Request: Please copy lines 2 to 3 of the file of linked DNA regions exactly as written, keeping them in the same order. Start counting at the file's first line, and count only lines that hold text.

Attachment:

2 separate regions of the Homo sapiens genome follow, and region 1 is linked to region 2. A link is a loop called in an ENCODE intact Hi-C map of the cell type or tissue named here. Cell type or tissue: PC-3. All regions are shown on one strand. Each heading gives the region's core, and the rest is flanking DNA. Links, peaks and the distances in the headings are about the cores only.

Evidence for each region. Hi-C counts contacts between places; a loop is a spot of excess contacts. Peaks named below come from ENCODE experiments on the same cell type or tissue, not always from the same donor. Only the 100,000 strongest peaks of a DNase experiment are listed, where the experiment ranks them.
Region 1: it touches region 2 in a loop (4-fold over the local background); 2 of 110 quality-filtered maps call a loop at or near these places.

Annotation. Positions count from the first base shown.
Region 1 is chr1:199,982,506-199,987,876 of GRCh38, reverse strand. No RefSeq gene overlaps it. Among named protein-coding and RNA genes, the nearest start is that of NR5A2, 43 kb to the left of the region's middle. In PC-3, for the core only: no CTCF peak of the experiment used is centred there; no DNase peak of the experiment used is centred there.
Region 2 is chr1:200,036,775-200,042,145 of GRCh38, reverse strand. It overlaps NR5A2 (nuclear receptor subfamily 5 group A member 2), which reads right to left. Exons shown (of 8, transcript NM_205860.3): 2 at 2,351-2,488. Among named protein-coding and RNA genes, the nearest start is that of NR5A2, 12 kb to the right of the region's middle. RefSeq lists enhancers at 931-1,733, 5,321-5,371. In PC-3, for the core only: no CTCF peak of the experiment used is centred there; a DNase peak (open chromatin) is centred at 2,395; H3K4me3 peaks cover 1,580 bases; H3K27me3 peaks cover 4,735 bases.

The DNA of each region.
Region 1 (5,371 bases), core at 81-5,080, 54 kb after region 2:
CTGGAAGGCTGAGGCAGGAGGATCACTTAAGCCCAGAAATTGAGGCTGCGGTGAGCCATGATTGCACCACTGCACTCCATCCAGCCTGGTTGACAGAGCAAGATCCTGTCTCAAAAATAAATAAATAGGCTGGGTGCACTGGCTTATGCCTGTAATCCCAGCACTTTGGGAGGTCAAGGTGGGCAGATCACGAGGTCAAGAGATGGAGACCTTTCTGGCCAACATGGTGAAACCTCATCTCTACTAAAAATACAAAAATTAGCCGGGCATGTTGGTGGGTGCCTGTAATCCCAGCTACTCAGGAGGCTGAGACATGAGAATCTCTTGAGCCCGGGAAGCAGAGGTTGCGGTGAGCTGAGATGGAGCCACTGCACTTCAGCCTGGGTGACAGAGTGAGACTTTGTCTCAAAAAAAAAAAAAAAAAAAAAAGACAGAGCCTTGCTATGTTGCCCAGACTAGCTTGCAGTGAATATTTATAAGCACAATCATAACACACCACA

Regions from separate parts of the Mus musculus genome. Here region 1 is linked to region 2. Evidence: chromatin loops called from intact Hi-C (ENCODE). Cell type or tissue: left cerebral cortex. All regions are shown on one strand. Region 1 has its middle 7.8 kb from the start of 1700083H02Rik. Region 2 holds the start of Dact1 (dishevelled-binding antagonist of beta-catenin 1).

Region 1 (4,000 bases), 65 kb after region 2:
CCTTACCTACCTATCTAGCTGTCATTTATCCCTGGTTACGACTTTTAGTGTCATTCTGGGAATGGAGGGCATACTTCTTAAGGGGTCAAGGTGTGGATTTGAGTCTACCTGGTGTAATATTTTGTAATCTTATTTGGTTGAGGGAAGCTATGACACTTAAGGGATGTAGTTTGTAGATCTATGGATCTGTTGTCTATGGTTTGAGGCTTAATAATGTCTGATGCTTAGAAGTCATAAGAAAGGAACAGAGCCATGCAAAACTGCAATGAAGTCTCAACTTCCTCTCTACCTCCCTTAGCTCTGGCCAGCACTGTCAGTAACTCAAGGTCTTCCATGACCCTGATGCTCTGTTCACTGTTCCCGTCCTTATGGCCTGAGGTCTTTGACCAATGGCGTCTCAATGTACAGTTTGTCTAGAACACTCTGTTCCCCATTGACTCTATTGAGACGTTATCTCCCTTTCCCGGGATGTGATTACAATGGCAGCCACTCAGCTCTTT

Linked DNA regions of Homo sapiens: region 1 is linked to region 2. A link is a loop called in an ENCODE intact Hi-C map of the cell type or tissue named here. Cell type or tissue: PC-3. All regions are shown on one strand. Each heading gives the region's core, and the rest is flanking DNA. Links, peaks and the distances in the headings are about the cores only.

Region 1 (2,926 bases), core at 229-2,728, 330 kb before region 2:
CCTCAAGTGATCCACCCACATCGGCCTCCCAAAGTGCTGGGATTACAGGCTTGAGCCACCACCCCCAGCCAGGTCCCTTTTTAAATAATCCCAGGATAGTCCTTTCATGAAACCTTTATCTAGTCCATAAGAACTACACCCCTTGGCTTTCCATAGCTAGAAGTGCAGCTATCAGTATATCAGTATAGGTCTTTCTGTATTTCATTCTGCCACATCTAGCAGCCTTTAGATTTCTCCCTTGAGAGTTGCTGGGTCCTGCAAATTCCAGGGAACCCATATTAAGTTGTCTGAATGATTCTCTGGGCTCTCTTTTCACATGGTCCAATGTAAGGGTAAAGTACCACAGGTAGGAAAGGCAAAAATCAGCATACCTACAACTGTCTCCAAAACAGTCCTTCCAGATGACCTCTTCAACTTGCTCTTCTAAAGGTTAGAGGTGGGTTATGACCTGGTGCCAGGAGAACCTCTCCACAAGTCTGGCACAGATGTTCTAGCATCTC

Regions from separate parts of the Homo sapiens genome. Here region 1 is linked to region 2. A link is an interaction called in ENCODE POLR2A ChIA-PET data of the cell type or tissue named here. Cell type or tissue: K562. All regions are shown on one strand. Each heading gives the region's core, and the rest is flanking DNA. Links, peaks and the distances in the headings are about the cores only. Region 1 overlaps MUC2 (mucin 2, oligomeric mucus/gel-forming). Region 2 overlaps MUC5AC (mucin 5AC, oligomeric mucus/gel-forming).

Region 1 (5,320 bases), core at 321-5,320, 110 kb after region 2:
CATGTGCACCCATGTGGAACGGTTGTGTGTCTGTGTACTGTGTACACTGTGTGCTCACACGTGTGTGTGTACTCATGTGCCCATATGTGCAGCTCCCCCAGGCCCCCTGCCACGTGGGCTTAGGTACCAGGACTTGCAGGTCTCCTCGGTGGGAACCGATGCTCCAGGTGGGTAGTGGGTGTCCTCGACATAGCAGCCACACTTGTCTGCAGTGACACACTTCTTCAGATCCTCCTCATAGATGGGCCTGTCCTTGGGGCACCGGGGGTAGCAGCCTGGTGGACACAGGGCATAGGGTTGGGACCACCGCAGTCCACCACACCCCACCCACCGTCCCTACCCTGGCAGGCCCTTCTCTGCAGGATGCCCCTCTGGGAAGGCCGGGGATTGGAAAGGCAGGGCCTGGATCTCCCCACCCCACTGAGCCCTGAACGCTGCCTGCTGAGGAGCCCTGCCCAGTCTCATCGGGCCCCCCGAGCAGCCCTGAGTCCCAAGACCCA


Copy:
Evidence for each region. Hi-C counts contacts between places; a loop is a spot of excess contacts. Peaks named below come from ENCODE experiments on the same cell type or tissue, not always from the same donor. Only the 100,000 strongest peaks of a DNase experiment are listed, where the experiment ranks them.
Region 1: it touches region 2 in a loop (4-fold over the local background); 2 of 110 quality-filtered maps call a loop at or near these places.